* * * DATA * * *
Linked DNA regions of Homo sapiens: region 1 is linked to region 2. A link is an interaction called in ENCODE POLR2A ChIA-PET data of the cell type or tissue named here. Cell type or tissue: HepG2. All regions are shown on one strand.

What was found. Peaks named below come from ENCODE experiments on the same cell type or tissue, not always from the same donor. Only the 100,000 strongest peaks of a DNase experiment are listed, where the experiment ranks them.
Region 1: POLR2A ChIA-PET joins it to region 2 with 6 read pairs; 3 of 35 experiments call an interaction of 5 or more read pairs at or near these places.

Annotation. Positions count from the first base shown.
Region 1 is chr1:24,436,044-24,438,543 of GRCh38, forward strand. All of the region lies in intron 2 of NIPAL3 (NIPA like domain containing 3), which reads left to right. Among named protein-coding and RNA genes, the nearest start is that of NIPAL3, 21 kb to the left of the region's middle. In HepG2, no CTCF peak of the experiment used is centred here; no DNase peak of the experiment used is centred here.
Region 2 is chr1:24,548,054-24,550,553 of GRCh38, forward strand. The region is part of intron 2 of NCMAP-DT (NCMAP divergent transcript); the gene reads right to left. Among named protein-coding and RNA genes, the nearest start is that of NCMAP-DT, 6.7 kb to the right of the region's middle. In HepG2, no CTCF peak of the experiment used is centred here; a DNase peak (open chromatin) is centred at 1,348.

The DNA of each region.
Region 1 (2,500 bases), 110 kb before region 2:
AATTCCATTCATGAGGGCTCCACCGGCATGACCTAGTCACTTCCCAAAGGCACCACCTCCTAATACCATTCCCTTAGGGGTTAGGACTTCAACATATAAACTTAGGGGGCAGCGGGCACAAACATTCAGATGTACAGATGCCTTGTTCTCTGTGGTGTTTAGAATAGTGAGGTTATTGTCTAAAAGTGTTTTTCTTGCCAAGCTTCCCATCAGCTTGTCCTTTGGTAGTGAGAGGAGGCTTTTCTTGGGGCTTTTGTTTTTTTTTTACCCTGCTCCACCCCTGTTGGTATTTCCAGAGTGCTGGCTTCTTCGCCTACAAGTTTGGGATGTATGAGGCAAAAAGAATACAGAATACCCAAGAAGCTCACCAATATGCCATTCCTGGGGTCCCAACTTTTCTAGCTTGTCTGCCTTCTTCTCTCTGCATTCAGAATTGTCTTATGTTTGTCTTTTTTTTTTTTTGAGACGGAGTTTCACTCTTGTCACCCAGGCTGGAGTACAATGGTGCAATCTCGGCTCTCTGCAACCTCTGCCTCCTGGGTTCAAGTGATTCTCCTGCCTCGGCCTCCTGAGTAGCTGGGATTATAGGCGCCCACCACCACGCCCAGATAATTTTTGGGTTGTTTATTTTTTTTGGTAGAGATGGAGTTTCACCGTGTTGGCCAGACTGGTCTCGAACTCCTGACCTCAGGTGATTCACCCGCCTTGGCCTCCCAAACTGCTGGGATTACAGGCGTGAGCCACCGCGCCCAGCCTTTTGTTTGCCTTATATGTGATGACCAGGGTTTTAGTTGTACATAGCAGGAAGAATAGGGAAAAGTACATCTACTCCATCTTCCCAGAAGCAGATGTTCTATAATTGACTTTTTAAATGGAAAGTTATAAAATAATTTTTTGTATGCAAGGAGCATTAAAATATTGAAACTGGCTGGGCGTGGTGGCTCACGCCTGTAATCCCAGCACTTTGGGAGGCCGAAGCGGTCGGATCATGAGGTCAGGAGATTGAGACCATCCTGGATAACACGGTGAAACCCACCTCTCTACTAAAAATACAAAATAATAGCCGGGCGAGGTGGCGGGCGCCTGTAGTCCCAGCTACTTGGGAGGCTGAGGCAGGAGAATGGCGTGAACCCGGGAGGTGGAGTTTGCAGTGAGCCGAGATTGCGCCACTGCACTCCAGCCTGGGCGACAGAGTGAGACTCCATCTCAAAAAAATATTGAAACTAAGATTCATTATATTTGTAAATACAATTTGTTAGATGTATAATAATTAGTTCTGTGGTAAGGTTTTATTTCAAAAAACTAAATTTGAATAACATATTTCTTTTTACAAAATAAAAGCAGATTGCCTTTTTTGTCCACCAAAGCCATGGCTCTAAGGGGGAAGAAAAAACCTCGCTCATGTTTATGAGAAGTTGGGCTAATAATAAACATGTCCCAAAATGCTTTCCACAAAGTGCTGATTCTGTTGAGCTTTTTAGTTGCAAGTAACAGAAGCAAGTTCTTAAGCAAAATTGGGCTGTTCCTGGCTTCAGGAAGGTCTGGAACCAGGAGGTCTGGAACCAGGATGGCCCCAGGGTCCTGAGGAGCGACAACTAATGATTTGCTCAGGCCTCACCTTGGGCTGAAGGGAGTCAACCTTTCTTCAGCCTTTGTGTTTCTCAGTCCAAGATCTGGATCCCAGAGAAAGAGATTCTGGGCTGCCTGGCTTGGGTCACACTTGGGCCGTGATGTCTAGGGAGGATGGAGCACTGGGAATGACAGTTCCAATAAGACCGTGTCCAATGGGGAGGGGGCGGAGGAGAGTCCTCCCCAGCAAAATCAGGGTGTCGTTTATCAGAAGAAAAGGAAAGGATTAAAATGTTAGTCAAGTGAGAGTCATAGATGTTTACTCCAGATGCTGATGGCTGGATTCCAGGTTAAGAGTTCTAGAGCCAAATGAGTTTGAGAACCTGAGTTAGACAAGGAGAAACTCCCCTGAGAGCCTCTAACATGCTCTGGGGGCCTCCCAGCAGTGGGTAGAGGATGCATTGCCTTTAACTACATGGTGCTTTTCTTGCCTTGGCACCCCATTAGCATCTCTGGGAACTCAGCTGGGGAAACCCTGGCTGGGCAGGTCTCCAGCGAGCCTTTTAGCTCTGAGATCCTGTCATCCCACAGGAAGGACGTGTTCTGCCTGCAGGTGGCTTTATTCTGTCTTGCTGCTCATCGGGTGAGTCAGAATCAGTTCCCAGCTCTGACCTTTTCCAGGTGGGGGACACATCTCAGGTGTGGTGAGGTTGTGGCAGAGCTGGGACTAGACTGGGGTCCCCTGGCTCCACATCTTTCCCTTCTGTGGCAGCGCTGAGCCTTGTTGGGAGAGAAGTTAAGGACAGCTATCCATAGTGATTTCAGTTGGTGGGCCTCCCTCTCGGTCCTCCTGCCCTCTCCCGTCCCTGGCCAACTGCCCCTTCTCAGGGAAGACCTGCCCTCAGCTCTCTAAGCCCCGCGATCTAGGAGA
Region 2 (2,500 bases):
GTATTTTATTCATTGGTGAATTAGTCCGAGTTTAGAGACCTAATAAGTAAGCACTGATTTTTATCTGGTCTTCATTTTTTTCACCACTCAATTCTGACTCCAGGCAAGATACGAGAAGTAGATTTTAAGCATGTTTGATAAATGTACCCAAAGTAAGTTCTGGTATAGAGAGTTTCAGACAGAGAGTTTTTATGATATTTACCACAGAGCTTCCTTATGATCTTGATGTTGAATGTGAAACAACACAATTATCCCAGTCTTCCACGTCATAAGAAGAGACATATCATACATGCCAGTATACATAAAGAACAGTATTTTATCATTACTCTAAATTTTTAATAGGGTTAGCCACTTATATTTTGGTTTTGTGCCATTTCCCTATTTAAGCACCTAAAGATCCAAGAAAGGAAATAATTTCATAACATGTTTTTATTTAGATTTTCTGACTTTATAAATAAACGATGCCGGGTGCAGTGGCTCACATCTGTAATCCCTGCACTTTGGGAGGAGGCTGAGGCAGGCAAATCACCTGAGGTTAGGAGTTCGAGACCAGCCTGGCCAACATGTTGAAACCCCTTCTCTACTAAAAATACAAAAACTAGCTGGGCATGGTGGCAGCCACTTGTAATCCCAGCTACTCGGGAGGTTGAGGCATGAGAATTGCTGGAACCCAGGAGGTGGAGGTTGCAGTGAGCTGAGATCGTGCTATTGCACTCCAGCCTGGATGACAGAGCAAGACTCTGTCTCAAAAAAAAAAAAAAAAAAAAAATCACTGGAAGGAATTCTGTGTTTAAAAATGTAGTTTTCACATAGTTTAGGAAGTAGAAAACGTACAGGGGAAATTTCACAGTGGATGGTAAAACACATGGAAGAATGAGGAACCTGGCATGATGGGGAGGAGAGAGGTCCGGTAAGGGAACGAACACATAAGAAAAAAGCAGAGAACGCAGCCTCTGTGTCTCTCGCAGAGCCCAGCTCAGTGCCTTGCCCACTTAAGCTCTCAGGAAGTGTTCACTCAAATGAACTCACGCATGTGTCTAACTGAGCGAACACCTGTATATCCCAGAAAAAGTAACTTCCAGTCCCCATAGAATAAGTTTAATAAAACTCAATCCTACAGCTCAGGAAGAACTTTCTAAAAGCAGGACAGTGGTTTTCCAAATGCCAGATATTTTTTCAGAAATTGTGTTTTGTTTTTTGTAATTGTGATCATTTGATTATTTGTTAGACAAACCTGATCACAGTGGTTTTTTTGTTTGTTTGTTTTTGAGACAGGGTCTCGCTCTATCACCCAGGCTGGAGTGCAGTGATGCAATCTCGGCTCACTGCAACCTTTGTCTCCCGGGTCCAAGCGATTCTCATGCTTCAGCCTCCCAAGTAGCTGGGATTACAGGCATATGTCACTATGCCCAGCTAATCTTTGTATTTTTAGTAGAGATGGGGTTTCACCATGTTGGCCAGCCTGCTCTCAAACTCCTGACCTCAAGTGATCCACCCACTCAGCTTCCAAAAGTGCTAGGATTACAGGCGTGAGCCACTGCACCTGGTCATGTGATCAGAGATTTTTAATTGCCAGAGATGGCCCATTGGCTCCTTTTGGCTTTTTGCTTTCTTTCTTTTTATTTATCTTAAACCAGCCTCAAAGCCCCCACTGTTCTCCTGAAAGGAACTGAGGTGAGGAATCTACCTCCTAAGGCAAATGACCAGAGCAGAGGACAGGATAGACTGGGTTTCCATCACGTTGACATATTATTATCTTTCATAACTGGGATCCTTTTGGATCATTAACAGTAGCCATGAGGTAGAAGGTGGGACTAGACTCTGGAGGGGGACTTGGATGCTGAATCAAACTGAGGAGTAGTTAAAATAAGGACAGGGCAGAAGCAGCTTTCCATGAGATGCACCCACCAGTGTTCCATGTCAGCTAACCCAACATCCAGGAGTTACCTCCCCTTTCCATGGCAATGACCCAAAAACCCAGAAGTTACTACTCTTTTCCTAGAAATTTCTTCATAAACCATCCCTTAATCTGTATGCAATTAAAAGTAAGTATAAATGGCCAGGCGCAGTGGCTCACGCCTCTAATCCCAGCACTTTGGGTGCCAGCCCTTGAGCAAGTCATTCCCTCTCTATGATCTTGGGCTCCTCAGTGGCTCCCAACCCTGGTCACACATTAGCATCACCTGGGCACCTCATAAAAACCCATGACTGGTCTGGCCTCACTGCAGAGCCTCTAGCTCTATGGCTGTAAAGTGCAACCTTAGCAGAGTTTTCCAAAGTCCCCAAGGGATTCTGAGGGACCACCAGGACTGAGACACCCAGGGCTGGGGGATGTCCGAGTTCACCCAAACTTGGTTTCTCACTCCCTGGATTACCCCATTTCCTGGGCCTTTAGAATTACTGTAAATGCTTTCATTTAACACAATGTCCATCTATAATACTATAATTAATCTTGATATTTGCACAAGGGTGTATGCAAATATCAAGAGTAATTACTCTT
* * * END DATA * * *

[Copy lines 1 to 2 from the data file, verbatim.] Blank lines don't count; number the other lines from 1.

Linked DNA regions of Homo sapiens: region 1 is linked to region 2. A link is an interaction called in ENCODE POLR2A ChIA-PET data of the cell type or tissue named here. Cell type or tissue: HepG2. All regions are shown on one strand.

What was found. Peaks named below come from ENCODE experiments on the same cell type or tissue, not always from the same donor. Only the 100,000 strongest peaks of a DNase experiment are listed, where the experiment ranks them.